- Reviewed at the 2022 Locarno Film Festival.
“School is our first dictatorship,” reads one of the placards in Sorayos Prapapan’s debut feature Arnold Is a Model Student. Its eponymous overachiever (Korndanai Marc Dautzenberg) is negotiating his final year of high school. He’s a privileged and prized student, having just won a gold medal at the mathematics Olympiad. Protected by the headmaster and coddled by his mother, Arnold can afford to slack off a little, treating the martinet Mrs. Wanee (Niramon Busapavanich) with deserved contempt. But other students aren’t so lucky and are beginning to protest the system from which Arnold has benefited.
Prapapan interlaces his film with chapter headings taken from the Guide to Surviving School, the satirical attack-cum-manifesto of the Bad Student Movement, which arose in Thailand in 2020. Bristling against the endemic corruption in the education system, students began to revolt against the rules that governed hair length, dress and behaviour and a system that still uses corporal punishment at any sign of dissent or misbehaviour; the protests have included three-fingered salutes during the national anthem, imitating Katniss from The Hunger Games.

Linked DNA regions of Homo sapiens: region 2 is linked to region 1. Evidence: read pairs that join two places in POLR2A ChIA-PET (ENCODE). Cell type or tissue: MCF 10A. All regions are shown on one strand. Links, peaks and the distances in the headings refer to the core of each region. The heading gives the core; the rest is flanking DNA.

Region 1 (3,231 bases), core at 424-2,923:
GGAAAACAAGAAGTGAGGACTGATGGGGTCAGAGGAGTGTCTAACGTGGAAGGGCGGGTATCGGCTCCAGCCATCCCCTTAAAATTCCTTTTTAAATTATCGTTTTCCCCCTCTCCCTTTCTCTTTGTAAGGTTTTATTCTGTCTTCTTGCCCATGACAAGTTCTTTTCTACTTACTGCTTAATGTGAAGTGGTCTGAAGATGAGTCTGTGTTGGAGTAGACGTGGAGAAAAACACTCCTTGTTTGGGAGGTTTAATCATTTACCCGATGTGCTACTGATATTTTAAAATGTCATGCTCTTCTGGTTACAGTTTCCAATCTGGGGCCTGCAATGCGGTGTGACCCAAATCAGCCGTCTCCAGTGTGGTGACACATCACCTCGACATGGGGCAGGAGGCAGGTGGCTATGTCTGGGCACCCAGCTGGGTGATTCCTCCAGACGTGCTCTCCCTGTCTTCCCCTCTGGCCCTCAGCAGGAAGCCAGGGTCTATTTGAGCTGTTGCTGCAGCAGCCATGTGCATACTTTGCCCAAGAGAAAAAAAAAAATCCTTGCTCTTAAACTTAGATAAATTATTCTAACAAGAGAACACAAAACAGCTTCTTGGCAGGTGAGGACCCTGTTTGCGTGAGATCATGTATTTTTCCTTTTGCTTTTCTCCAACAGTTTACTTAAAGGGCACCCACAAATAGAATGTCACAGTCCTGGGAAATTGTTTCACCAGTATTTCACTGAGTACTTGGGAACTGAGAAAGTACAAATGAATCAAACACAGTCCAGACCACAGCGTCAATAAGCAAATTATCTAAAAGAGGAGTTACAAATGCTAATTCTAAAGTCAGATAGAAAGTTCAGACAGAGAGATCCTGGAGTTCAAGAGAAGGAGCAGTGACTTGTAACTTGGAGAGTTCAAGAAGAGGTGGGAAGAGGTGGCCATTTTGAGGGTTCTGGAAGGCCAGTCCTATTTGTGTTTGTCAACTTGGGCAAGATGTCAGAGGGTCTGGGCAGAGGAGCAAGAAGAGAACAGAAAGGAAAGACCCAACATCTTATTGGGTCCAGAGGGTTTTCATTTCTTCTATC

In the film, Mrs. Wanee stands at the gates with scissors and cuts any student’s hair that isn’t regulation length. Her lessons are all about civic duty and respect for elders, but the corruption is evident to Arnold and his classmates as parents bribe the school to have their children pass admission tests. The headmaster (Virot Ali) is concerned purely with the school’s image.
Arnold sees an even sleazier side of the education system when he is approached by Mr. Bee (Winyu Wongsurawat), who runs a cramming school and hires Arnold as a ‘signaller’: someone paid to signal the correct answers during a government exam to clients. Far from being a ‘model student’, Arnold is therefore a cheat and a mercenary, as well as a teenager who drinks and smokes. But his conscience is awakening, partly because his own father – a satirist – was sent into exile.
Tonally, Prapapan’s film sides with Arnold. It is not strident; its anger seethes below the wry, exasperated humour on the surface. The adults are baffled by the rebellion of the kids, just as the youngsters are asking themselves how this older generation can expect a respect it so evidently doesn’t deserve. The film’s lightness is somewhat belied by the real-life phone footage of corporal punishments and the repression with which the protests are met. But the resistance – led mainly by young girls – is hopeful and strong: as one protestor says to the headmaster, “you can’t expel all of us.”